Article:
We are starting to prepare for our forth of July celebration. We have started to sell raffle tickets for our 4th raffle. We will have a great assortment of prizes. As always, it will be a members only, closed gate event. Fireworks are at sundown so plan accordingly. Traffic on that day can be hectic so please stay calm and give yourself plenty of time to get where you are going. There will be more updates as we get closer to the 4th. 
We do plan on rolling the field near the end of June and getting a couple tables replaced this year. As you may have noticed, some are falling apart. With that please don’t sit on top of the tables, they aren’t able to hold that kind of weight over and over. I would hate to pick someone off the ground after a table giving way under them. So please be safe. 
And as always, you are the backbone of the club and I’m proud to help guide this club with great members to be the best club we can. I appreciate all of you for being great members that look out for each other and always have fun flying. 

Yours,

Tony Blackhurst. 

Jet Day

May’s Club Event is:

Jet Day

 

Assuming the field dries out in time we will be having Jet Day on Saturday the 25th. Bring them if you got them! Between 10 AM and Noon the main runway will be reserved for jets only. Carl and Eric are making a plan on how to award the monthly prizes. Following the fun fly there will be a club meeting at the field and the customary hot dog lunch. Hope to see you there!!

[ ] Smooth scale take off

[ ] Scale turn from take off

[ ] Smooth level flight. Maintain altitude.

[ ] Aileron roll.

[ ] Scan your area of patrol. A smooth high G turn like blue angels for example.

[ ] Perform a round loop. The rounder the better.

[ ] Low high speed pass. Below  flagpole from end to end smoothly gets extra points. Hitting the ground loses points and hurts airplanes.

Will be giving out Gift Certificates.
Sincerely, Carl Cox

7/8th Scale Fiesler Storch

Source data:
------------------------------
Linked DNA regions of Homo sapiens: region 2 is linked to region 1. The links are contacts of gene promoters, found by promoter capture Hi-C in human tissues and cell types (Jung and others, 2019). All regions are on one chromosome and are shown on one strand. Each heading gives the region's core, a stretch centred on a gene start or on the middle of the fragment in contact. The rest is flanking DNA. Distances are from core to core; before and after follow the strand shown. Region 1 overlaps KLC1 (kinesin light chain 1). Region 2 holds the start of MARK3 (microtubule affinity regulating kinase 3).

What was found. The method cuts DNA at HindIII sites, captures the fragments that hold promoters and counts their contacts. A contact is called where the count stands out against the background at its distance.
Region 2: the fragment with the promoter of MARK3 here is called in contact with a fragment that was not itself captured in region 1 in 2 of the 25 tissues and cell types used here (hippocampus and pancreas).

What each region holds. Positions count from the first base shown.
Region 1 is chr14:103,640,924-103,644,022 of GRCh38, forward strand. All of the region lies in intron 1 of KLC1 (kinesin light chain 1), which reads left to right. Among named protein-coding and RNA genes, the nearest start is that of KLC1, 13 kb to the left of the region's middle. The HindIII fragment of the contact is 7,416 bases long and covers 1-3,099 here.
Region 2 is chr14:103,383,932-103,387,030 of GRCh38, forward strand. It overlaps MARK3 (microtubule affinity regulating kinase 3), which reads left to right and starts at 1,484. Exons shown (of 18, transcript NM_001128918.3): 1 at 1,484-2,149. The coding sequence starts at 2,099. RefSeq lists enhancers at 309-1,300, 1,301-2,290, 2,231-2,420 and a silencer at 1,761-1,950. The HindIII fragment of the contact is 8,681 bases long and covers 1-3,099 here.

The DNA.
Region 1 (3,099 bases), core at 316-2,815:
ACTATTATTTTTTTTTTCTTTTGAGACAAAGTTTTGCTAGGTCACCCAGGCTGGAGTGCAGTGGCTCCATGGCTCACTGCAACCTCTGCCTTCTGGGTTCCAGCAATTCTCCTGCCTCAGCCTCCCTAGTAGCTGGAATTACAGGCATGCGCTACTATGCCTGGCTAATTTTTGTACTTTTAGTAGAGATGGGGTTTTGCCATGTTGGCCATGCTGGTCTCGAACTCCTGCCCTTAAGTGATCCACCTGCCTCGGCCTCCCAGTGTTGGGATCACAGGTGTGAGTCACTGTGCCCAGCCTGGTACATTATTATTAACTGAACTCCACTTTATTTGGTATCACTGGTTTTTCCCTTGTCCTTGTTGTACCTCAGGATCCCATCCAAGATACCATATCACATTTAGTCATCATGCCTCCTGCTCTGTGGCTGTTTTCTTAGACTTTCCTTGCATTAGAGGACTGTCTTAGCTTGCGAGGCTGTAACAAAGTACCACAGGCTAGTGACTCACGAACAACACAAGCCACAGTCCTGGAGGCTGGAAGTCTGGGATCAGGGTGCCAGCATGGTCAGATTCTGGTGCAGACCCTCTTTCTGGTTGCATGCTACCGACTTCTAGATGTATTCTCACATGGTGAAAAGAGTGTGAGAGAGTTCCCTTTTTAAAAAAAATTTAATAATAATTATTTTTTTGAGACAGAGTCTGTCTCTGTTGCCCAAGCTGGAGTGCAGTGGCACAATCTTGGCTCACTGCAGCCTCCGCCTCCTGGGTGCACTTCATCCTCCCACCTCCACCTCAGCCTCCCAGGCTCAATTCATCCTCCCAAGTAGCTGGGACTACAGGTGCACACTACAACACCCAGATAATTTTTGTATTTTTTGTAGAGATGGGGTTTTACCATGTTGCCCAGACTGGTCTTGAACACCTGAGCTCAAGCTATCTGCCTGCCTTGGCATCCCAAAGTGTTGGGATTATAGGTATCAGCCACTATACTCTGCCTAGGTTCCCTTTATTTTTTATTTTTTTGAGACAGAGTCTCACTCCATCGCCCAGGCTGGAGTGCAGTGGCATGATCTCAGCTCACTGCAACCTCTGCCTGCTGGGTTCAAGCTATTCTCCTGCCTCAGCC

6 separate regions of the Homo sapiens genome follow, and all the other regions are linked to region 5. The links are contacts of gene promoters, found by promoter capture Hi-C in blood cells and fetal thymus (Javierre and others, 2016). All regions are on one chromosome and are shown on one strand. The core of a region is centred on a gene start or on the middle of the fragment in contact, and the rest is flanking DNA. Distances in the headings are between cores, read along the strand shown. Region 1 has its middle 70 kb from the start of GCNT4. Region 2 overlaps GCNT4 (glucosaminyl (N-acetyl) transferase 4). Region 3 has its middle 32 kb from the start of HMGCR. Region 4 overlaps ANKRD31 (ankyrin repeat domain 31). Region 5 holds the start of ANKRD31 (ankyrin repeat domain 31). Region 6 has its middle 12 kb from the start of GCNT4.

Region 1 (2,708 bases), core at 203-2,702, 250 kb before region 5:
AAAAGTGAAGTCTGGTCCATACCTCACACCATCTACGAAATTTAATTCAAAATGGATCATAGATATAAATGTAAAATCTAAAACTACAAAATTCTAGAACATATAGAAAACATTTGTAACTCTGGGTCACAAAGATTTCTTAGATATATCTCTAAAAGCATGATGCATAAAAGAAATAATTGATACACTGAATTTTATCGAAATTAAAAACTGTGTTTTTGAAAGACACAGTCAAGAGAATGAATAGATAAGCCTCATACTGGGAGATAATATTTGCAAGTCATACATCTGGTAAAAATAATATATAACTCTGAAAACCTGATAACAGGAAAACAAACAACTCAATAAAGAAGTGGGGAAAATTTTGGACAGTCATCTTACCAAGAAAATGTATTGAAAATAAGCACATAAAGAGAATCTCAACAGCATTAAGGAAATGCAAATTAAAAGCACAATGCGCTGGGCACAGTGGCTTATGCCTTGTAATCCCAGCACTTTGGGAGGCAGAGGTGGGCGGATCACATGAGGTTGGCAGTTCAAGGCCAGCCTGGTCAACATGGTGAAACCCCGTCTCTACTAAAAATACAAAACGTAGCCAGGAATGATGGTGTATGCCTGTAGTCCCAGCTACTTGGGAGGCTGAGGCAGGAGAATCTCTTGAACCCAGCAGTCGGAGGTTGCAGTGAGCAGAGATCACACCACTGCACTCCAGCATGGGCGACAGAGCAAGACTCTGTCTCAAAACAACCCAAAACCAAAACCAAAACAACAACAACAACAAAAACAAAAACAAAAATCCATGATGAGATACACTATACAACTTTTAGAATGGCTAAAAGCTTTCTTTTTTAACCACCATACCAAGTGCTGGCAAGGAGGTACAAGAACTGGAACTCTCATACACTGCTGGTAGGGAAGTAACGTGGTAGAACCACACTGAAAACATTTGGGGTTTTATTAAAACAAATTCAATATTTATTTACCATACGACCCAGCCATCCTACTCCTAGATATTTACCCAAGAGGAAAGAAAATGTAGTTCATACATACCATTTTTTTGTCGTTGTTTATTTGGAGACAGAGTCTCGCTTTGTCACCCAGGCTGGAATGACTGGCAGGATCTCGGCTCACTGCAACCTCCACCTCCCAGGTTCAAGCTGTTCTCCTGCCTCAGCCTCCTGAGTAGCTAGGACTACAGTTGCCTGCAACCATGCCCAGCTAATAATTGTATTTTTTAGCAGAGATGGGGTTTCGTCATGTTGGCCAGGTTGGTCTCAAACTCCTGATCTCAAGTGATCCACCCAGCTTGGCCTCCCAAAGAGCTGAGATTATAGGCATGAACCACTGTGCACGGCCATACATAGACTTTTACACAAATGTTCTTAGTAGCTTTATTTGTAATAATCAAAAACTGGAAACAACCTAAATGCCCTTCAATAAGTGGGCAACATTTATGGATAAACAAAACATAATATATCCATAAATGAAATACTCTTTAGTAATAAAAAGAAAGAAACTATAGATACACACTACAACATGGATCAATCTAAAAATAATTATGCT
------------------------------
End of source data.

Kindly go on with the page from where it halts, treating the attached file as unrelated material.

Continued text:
By Robert Stinson

On April 13th, there was a small airshow at Gillespie Field. Our field was supposed to be closed that day, so I went there instead. What luck! One of the planes on display was a 7/8th Scale Fiesler Storch, and I spent nearly an hour talking with the pilot and owner Steve Lund.

Those of us who have flown models of the Storch know that it isn’t the most forgiving of airplanes. Steve confirmed that our models exhibit authentic behaviors, and that they require a lot of attention. I thought I’d share some of his observations.

Due to its slow airspeed and zero dihedral, the Storch’s ailerons are not very effective. The pilot has to work the rudder constantly to stay on course. Flying from his home base in Torrance, he was berated by Air Traffic Control because he couldn’t maintain a constant heading!

I asked why the Storch had such relatively small wheels, since so many STOL planes use tundra style tires. Apart from the aesthetics, he said that landing speeds were so slow that they weren’t necessary, and would create substantial unwanted drag.

On one occasion though, the landing speed issue caused some damage to the plane. His plane originally had a skid on the tail. He was landing on a dirt field, and approach speed was about 30 mph. At that speed, there is so little airflow over the control surfaces, in his words, “you were just a passenger”. Once he touched down, without a tail wheel ground steering could only be accomplished by using the wheel brakes individually. He stepped on the right brake, the wheel dug in, and he veered right and hit a telephone pole alongside the runway, bending a landing gear strut. Fortunately, the field operator knew of a nearby machine shop. They removed the strut, straightened it out and were back in business in two hours. He now has a tail wheel instead of a skid.

Steve has spent many years making the plane as authentic as possible. He had 7/8th scale instruments custom made so that his panel matched the plane scale. The real plane had a map compartment under the panel. He made a fake map cover that masks his modern avionics.

The birdcage cockpit canopy is oversized, to meet the requirements for a reconnaissance aircraft. Sitting under glass, the pilot gets very hot! Steve fashioned prototypical accordioning roof and side shades and uses them all the time.

Great pains were taken to make the paint scheme authentic. For instance, the green “Z” on the fuselage denotes a headquarters squadron, and the yellow wing tips are Eastern Front theatre markings.

There was a lot more, that I won’t go into here. If you’re interested, search YouTube for Steve Lund FI-156. He posted a lecture covering much of this there.

So, for those of you who have struggled to fly an R/C Storch, just know that you are in good company flying a piece of history!

Treasurer’s Report for May 2019

By Quan Nguyen

As of 5/22, our club has $29,697 in cash, and 299 members. This month, the board is looking at CDs (Certificates of Deposit) to invest our reserves so that it keeps up with inflation. We’re also going to start updating the AMA website’s membership list at the club level so that it matches the actual members. We haven’t updated that list since I became treasurer.